And it’s no wonder, thanks to the beauty of Palma Cathedral, the spectacular Cape Formentor, villages such as Sóller or Fornalutx, or the impossible curves of the Sa Calobra Road.

 

Menorca: an island with cinematic charm

Menorca is the second largest and the easternmost island of the Balearic Islands. Its landscape is marked by coves, cliffs, lighthouses, and megalithic monuments. Its peacefulness and beauty have also attracted numerous filmmakers who have wanted to take advantage of its essence on screen to tell intimate and personal stories. As the Menorca Film Commission knows, its unique Mediterranean landscapes attract a multitude of commercials and a small, select group of productions every year. 

One of the most emblematic films shot in Menorca is, without a doubt, Isla bonita (2015). Directed by Fernando Colomo, one of the special features of this film is that it features actors playing themselves. This approach gives the film an endearing and authentic touch. In addition, it is important to note that the film’s script is only 15 pages long. This meant that much of the film was improvised, resulting in natural and realistic dialogue that doesn’t seem contrived.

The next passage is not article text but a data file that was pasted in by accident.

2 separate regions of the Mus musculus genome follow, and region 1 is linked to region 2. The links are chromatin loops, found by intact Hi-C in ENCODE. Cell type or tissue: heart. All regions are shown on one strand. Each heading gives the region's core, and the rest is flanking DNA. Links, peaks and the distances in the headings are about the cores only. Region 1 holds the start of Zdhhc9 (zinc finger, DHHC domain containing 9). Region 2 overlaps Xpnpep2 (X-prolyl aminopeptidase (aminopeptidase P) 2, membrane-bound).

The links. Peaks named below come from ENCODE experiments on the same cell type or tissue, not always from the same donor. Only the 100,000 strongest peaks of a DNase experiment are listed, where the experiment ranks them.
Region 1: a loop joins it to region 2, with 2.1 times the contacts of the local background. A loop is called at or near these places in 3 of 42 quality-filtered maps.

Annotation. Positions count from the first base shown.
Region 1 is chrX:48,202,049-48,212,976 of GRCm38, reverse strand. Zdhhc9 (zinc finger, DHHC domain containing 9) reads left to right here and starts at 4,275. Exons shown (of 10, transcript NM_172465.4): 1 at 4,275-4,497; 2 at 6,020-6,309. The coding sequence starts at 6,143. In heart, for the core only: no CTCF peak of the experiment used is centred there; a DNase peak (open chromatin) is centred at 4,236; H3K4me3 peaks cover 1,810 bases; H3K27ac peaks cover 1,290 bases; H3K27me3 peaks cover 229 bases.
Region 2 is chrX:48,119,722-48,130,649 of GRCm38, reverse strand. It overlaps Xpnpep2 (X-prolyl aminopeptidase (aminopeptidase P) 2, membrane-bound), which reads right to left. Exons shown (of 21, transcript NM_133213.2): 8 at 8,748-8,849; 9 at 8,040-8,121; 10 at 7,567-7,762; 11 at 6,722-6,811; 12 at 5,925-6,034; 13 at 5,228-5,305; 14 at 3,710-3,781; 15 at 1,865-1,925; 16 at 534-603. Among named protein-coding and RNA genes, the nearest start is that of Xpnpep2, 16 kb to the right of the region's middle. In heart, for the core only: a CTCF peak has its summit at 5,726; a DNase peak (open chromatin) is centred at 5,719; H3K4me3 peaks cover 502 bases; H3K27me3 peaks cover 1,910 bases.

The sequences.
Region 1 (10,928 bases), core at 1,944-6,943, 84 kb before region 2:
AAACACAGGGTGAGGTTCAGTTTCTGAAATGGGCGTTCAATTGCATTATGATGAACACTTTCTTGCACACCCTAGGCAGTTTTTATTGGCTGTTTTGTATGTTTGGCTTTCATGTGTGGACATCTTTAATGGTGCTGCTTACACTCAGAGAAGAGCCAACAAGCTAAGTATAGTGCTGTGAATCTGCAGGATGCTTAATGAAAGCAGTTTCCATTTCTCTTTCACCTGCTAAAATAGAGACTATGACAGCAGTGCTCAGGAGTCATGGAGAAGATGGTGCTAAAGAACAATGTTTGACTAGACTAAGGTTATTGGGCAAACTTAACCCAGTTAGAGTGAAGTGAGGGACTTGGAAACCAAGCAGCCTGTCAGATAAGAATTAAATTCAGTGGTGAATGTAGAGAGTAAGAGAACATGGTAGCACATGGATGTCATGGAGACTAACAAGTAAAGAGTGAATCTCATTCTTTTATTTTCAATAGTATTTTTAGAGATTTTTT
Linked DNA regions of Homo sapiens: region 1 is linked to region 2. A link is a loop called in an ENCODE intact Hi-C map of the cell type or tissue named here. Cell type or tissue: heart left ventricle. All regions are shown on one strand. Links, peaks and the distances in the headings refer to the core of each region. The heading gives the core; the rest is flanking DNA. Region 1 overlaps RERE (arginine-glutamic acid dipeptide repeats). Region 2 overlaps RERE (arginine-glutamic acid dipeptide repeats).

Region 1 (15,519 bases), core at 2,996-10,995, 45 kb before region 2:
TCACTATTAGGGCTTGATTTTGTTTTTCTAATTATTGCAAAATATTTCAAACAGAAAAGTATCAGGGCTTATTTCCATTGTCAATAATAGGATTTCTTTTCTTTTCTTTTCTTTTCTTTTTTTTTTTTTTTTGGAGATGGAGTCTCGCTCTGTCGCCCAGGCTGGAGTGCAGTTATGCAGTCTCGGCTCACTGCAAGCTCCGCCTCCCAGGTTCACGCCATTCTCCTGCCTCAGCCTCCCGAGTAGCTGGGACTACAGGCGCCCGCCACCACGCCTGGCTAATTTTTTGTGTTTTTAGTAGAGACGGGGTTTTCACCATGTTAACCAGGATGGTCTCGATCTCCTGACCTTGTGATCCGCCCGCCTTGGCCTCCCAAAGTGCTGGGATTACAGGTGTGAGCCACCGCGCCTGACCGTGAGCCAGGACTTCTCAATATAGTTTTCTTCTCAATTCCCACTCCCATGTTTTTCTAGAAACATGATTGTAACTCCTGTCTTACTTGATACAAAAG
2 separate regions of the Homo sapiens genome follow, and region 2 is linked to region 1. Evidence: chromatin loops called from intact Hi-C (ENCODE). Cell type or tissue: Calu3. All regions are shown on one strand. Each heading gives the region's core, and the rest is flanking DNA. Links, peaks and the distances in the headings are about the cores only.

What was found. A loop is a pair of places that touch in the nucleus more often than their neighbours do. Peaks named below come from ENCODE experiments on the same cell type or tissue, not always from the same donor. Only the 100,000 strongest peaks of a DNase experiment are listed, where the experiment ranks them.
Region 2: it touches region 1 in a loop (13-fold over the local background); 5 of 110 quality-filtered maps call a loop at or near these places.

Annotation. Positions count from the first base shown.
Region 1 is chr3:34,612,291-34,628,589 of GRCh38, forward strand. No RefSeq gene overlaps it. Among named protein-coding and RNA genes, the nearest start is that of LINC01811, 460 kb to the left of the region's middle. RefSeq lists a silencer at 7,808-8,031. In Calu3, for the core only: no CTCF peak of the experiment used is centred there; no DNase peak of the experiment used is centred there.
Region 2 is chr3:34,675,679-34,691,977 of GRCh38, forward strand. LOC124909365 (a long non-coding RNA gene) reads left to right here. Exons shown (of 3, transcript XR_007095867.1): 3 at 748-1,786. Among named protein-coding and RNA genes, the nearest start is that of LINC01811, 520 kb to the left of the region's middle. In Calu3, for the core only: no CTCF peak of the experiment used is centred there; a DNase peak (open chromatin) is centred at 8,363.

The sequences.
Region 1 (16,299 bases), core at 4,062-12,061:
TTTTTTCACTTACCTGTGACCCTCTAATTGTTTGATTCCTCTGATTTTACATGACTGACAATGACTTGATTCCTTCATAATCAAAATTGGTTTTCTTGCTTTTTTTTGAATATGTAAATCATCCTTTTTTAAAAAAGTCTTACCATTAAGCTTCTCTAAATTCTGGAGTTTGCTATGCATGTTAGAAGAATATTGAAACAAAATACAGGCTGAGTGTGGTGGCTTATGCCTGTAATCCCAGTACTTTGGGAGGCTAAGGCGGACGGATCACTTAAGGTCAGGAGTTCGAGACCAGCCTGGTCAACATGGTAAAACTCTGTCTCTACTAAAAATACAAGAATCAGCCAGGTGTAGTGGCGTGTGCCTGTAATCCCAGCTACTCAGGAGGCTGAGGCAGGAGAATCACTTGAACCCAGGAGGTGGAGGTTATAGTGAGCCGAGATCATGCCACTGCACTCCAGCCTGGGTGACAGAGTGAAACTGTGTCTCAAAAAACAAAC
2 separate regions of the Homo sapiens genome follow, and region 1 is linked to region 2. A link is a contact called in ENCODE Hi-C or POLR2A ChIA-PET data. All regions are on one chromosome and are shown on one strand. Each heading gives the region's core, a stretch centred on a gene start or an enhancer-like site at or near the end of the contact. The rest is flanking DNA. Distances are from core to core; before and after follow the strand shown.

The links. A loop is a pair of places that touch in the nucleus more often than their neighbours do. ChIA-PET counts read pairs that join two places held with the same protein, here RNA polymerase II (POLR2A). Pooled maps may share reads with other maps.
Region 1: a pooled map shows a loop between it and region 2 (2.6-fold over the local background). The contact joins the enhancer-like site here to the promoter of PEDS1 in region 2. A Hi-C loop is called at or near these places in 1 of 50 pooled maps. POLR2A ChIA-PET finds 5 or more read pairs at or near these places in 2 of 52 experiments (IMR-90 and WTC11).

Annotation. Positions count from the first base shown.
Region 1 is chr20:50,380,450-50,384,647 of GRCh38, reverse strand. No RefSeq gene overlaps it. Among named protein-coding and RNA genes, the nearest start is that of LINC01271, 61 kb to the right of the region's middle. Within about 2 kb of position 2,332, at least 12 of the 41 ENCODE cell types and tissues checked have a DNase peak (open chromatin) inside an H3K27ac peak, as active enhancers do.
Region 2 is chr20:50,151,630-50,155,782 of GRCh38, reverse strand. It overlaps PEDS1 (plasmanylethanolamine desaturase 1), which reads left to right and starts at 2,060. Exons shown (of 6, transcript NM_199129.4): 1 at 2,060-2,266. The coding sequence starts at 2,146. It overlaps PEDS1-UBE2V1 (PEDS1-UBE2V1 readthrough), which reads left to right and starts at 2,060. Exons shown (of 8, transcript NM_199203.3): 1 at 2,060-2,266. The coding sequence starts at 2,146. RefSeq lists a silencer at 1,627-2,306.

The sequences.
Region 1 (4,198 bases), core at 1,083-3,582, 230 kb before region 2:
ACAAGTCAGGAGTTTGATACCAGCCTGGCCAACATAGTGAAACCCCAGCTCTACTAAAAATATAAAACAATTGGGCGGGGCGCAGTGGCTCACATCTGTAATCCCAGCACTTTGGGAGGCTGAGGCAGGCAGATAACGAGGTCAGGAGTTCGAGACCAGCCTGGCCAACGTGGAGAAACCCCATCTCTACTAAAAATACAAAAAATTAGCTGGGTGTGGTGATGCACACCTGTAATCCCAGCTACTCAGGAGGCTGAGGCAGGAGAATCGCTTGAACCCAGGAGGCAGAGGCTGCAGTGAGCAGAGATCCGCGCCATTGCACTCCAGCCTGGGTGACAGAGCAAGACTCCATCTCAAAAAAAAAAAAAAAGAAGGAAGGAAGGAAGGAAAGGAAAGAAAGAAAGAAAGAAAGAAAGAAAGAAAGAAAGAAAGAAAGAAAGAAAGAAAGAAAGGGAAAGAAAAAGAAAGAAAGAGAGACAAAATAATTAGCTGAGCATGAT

The Wind of the Island (Gerardo Gormezano, 1988) is a film in which Menorca is not only the setting but also the star, with the plot set in a highly specific historical period, 18th century Menorca dominated by the English. 

The film chronicles the life of John Armstrong, an English soldier in Menorca in 1738 during the British occupation. An intriguing triangle of admiration and love involves Armstrong, a native of Ciudadela, and a painter who resides on the island. As the story progresses, Armstrong undergoes a profound transformation, influenced by these two women that leads him to abandon his military career.

Port of Ciudadela / Alberto Almajano

If you want to go back several decades in time, one intriguing film is Spanish Fly (Bob Kellet, 1976), a light-hearted production that takes us back to the Mahón of the 1970s and to other parts of the island.